Randolph Union High School
Randolph Union High School
Welcome to Randolph Union High School!
We'll be using this page to highlight all the great things that are happening here -- every day -- as our students prepare for life after RU. So check back often and soon!
Want to contact one of our Department Chairs? You can find out who to contact by clicking on the link in the "documents" box to the left.
Check out the latest issue of our Student Newspaper, The Galloping Ghost Gazette...you'll find it in the "documents" box to the left. You can also check out our 2017-18 "School Profile" by clicking on the link just below it.
RU Students Stage Walk-Out in Support of Safe Schools
More than 150 students walked out of classes on Tuesday March 13 in support of school safety, and to observe a moment of silence and solidarity for the 17 students and staff killed last month at the Marjory Stoneman Douglas High School in Parkland, Florida.
Senior Amanda Rosalbo and Sophomore Natalie Strand, surrounded by classmates and peers, read off the names of each person killed in the February 14th shooting, followed by a moment of silence. They then read from a list of safety measures they’d like to see implemented at the school to help ensure student safety, and they will submit those measures to the school administration immediately.
A National student walk-out day was scheduled for Wednesday, March 14, however RU Middle and High school are closed for parent/teacher conferences that day, so students held their own protest on Tuesday.
Twelve students from RU will be traveling to Washington DC on March 24 to take part in the March for Our Lives protest to demand that their lives and safety become a priority and that [action be taken to] end gun violence and mass shootings in our schools.
H.E.L.P. Program Comes to RUHS
Courtesy of The Herald, Feb 22, 2018
by Martha Slater. Photo by Tim Calabro
Students at Randolph Union High School are currently participating in H.E.L.P. (Heroin Epidemic Learning Program), an eight-10 week youth program designed to educate students on the reality of the opioid epidemic and empower them to make a difference.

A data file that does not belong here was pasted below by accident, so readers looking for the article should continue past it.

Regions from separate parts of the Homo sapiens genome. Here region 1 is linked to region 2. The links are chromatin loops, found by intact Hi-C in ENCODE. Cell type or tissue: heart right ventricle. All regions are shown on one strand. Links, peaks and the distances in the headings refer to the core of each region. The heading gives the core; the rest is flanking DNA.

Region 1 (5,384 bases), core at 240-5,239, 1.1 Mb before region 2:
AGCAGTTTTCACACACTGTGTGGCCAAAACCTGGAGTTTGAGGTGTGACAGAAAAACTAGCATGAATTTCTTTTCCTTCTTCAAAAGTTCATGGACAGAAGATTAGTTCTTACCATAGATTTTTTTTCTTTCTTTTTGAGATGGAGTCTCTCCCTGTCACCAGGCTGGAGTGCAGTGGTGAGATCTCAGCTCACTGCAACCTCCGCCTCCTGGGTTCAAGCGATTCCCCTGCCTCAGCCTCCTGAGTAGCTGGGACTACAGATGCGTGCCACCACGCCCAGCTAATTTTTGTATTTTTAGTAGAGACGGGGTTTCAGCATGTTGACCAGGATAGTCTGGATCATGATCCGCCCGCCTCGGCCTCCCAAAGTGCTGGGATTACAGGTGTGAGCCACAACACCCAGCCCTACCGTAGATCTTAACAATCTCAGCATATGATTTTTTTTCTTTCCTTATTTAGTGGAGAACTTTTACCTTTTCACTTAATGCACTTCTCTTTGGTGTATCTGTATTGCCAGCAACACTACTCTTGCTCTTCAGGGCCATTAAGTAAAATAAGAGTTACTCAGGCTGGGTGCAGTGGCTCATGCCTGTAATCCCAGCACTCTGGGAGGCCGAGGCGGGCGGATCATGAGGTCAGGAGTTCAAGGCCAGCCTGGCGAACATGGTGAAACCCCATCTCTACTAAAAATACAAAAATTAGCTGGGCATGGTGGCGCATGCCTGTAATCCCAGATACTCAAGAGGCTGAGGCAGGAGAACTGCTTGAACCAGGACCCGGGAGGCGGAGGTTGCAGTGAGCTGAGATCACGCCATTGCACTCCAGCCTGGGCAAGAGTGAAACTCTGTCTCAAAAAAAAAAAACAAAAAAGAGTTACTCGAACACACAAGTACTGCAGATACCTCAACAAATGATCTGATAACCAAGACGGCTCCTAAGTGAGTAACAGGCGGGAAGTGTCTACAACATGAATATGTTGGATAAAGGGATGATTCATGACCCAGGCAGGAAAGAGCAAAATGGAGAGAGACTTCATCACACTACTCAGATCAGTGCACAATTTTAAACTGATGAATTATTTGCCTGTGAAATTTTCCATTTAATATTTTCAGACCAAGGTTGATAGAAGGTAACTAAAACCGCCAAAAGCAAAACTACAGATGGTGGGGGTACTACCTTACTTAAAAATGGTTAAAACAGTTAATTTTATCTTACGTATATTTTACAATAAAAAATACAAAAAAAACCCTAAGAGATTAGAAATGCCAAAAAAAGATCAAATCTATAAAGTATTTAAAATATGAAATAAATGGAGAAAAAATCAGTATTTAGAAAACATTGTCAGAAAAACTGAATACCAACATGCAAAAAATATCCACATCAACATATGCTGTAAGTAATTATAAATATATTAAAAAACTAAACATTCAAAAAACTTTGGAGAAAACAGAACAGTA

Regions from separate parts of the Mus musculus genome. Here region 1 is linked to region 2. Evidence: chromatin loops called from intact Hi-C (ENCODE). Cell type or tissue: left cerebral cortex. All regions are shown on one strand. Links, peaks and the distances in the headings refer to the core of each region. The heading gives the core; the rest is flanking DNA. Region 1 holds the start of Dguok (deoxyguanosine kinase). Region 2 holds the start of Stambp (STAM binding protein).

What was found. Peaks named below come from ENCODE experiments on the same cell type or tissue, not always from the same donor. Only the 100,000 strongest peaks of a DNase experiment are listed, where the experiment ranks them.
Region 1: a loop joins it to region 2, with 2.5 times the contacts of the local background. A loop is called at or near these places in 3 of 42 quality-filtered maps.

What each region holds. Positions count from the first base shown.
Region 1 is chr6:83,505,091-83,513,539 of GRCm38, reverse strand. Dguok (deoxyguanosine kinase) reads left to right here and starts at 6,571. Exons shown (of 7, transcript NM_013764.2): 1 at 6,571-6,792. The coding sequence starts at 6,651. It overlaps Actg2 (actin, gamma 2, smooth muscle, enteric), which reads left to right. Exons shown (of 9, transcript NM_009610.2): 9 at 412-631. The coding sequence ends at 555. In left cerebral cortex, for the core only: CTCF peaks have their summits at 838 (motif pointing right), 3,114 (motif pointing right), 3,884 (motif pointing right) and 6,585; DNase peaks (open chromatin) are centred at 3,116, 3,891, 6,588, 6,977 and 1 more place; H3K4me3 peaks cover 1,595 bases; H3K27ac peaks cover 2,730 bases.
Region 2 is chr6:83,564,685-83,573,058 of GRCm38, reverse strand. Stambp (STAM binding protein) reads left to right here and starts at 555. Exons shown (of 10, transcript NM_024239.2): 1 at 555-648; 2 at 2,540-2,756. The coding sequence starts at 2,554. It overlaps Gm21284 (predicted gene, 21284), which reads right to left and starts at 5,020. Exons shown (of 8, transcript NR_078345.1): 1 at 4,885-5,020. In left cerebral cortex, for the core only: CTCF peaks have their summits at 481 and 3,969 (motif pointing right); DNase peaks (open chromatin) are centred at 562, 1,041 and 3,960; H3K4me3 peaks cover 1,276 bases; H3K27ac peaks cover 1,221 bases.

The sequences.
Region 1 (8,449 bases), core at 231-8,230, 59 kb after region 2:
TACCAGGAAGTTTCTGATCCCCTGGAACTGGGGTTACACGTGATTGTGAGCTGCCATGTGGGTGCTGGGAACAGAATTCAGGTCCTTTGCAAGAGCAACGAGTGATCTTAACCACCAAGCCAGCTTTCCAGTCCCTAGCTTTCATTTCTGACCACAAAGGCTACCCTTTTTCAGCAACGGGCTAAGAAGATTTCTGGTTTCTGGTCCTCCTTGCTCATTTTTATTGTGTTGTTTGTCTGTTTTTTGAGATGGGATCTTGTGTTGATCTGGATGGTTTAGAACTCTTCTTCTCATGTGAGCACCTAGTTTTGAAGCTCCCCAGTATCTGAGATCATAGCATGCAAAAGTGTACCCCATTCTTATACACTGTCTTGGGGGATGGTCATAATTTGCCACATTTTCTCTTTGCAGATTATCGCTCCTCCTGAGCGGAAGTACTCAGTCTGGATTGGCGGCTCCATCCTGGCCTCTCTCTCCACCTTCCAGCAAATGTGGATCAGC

The first four weeks of the program are educational and hosted by four different volunteer expert representatives from the areas of law enforcement, medical, family and addiction/recovery.
During the second half of the program, students establish groups and apply what they learn to design and create their own PSA (public service announcement). The PSAs are submitted for review and final edit. The H.E.L.P. committee views and votes on all completed PSAs and one is chosen as the winner. The winning PSA is professionally edited to air on local and national TV.
Last year, the program educated nearly 40 students in Addison County about the ongoing heroin and opiate epidemic in local communities and across the country. The students are tasked with interacting in discussions with volunteer experts and coming up with their own message that they believe is important in combating the heroin crisis. Their final PSAs are also shared with their schools to further spread their prevention message.
The program was created by Jeremy Holm, an actor known for his role in the Netflix TV series, “House of Cards,” who has a home in Vergennes; and Jesse Brooks, the prevention coordinator for the United Way of Addison County. During their time in Randolph, they’re also working with Colin Andrzejczyk, the studentassistance counselor for the OSSD.Holm became interested in the opioid crisis because an actor he knew, Philip Seymour Hoffman, died of a heroin overdose.
“Also, a couple of years ago, I was driving to do an appearance in Stowe, and heard an NPR news interview with the chief of police in Liverpool, Ohio, who was talking about the drug issue,” he said. “Jesse and I began brainstorming about this program in October of 2016. I was in Baltimore shooting ‘House of Cards,’ and got in a conversation with two media salesmen. I told them about the program and they said, ‘There’s no reason why this shouldn’t be in every high school in the country.’
“Our idea was to start small, refine it, and grow it,” Holm added. “Since we started, volunteers have really stepped up to help.”
“We bring in law enforcement officers, an area medical examiner, and a woman who’s been in recovery for four years,” said Brooks, who also speaks about her own experience growing up with a parent who battled a substance abuse disorder.
“Then we bring in Jeremy and he works with them on creating a storyboard in class,” she said. “We also bring in a professional film editor.”